The U.S. has a highly unusual tax system in that it’s based on citizenship rather than on residence. Almost every other country either taxes based on residence, so you only pay taxes in that country if you live there, or has a territorial tax system, meaning you only pay tax on income generated there. The U.S. citizenship-based system however is more all-encompassing, as all American citizens, as well as green card holders, are required to file a U.S. tax return reporting their worldwide income, regardless of where in the world they live.
So on the face of it, American expats are required to pay tax on overseas income.
What about double taxation?
While it may appear illogical or unreasonable that expats should have to pay U.S. tax on overseas income, in practice the requirement for American citizens to file U.S. taxes from abroad is for the majority of expats a reporting exercise that allows the IRS to know that they’re not evading taxes.
While the around one hundred tax treaties that the U.S. has with other countries don’t (as some expats assume, or hope) prevent Americans living abroad from having to pay U.S. tax on overseas income, the IRS has made available a number of exemptions that expats can claim when they file that achieve this.
So long as expats claim these exemptions when they file, the majority won’t owe any U.S. taxes (and they definitely won’t pay an more tax on their income than if they were living in the States).
The two most useful exemptions for expats (though there are others), are the Foreign Earned Income Exclusion, and the Foreign Tax Credit
The Foreign Earned Income Exclusion allows expats who can prove either that they are a permanent resident in a foreign country or that they spend at least 330 days outside the U.S. in a 365 day period that overlaps with the tax year to exclude around $100,000 of their income from U.S. taxation.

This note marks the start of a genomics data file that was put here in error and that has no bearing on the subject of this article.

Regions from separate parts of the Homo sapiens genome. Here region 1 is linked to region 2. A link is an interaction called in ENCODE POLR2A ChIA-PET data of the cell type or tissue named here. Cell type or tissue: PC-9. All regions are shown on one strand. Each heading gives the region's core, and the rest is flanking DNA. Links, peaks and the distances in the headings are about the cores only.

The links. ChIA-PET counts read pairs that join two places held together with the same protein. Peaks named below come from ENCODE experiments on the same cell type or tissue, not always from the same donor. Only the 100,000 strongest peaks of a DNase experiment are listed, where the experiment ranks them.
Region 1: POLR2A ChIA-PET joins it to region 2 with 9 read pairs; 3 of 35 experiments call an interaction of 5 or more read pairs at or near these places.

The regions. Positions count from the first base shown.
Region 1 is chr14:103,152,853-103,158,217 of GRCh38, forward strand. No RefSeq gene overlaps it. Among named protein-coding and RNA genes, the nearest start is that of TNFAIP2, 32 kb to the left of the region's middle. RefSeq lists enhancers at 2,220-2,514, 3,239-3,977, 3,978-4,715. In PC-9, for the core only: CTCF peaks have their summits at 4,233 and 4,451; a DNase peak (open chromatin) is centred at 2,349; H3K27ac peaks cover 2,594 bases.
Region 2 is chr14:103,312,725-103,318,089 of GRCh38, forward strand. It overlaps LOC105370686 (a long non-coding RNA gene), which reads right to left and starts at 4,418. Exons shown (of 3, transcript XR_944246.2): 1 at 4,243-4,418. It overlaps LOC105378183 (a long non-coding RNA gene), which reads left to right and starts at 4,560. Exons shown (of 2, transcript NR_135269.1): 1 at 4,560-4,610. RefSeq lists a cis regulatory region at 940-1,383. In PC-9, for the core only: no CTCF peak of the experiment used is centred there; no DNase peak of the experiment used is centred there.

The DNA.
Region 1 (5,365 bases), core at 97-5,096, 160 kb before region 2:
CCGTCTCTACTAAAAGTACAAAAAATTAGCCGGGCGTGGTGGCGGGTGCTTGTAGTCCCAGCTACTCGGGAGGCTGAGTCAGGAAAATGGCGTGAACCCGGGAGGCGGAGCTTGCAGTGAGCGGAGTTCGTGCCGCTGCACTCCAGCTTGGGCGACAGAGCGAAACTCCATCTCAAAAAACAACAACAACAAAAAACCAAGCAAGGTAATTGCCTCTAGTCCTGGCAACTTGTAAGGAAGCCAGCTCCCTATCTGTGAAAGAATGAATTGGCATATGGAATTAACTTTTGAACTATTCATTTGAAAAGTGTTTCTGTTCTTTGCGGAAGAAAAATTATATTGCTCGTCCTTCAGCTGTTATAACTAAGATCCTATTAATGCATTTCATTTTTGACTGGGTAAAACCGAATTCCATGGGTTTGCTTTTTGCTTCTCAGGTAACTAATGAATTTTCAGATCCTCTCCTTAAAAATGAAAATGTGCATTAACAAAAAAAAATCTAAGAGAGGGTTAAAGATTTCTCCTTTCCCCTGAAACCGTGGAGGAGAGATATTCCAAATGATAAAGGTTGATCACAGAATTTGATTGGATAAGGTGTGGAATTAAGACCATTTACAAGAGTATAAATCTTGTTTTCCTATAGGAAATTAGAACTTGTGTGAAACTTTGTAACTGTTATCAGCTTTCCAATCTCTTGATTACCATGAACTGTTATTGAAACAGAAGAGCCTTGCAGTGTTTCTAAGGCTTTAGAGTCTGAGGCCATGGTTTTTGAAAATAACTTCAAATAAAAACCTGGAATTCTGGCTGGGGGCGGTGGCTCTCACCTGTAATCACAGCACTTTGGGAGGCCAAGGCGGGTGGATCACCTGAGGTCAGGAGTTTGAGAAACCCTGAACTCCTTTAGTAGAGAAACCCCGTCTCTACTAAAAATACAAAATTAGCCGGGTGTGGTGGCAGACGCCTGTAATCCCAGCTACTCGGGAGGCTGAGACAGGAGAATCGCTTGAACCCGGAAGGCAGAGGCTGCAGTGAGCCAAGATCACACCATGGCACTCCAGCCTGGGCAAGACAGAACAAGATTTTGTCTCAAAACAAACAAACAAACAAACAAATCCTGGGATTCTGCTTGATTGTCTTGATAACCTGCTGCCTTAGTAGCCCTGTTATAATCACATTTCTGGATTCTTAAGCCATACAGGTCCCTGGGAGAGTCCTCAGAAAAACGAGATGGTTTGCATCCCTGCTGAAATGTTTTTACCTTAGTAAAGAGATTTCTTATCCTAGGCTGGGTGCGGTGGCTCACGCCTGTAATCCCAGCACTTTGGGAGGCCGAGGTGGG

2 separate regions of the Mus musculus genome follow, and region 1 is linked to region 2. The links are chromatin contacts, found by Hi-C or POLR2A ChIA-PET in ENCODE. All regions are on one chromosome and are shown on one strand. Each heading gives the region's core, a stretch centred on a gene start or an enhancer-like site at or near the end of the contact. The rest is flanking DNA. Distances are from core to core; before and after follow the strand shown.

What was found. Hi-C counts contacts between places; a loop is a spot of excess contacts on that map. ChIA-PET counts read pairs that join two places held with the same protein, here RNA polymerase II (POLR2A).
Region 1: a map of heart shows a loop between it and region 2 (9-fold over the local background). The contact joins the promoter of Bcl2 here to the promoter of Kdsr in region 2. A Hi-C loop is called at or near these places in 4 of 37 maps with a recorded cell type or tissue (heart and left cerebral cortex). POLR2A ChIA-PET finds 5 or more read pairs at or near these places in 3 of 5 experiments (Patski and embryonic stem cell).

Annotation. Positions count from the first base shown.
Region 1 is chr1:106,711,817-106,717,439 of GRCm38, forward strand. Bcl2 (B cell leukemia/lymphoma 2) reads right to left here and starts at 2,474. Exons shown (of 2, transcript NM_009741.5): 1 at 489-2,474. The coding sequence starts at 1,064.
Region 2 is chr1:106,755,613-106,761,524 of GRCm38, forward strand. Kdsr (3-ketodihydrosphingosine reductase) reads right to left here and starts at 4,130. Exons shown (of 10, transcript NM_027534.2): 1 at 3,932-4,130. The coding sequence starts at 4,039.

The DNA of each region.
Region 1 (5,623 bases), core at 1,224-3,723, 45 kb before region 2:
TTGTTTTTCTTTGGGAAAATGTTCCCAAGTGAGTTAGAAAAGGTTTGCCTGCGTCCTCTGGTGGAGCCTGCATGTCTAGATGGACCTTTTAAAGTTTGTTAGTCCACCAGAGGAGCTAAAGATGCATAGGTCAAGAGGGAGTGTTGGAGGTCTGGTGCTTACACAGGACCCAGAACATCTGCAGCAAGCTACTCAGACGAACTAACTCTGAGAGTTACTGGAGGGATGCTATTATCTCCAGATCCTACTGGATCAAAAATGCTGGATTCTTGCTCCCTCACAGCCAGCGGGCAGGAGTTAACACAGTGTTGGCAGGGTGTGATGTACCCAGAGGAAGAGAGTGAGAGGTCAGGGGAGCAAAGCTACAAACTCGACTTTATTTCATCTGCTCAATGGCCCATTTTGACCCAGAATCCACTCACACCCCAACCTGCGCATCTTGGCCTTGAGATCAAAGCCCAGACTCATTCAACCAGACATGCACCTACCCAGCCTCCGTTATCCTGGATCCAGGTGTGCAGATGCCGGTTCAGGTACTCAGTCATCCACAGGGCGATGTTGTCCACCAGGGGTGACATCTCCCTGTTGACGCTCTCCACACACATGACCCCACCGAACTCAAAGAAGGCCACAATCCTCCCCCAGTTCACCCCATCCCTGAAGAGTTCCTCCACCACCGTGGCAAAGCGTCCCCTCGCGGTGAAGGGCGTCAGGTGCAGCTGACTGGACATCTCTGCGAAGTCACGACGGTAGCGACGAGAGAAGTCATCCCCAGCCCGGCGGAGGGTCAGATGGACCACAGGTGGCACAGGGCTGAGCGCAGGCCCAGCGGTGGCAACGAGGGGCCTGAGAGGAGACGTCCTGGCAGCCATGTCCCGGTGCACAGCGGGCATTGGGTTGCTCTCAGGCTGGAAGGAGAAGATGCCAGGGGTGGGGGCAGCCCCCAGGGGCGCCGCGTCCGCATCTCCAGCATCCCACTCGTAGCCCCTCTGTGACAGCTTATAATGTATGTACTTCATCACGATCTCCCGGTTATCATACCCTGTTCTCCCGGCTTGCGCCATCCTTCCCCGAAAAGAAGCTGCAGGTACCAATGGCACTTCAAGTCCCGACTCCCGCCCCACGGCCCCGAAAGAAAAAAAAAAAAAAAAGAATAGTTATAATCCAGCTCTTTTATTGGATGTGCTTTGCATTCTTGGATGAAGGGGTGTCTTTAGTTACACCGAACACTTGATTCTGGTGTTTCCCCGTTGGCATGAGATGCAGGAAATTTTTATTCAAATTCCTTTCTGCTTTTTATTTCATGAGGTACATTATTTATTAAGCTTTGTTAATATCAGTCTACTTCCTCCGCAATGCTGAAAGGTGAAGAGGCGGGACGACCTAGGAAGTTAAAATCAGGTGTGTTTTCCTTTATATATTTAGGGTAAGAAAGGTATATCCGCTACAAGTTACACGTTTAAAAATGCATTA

“On top of paying taxes in their country of residence, U.S. citizens who live overseas must also file U.S. taxes. This system of citizen-based taxation (CBT) is practically unique to the U.S.”
– NBC News
The Foreign Tax Credit meanwhile allows expats to claim a $1 U.S. tax credit for every dollar of foreign country tax that they’ve paid abroad.
It’s very important that expats do claim one of more of the available exemptions though, using form 2555 and 1116 respectively, when they file, as otherwise (or if they don’t file) the IRS still considers them to owe U.S. tax on their worldwide income.
Exactly which exemptions to claim and how best to apply them depends on each expat’s circumstances, taking into account factors such as their income levels and sources, their family situation, and where they are living, so if you have any doubts or questions, always consult a well-regarded expat tax specialist.
Are there any differences for U.S. expats when they file U.S. taxes?
The primary difference for expats when they file from overseas is that they must ensure that they claim the exemptions that for most people allow them not to owe any U.S. taxes.
Expats often also have extra filing obligations though, such as reporting foreign bank and investment accounts by filing an FBAR (Foreign Bank Account Report) to FinCEN, and foreign financial assets by filing form 8938, as well as any interests in foreign registered businesses or trusts.
How can expats catch up if they are behind with their U.S. tax filing?
The IRS has an amnesty program called the Streamlined Procedure that allows expats who are behind with their U.S. tax filing to catch up without facing any penalties.
To catch up using the Streamlined Procedure program, expats must file their last three tax returns (if they are only one or two years behind they can simply back file them), and their last six FBARs (is applicable), and self-certify that their previous failure to file was non-willful.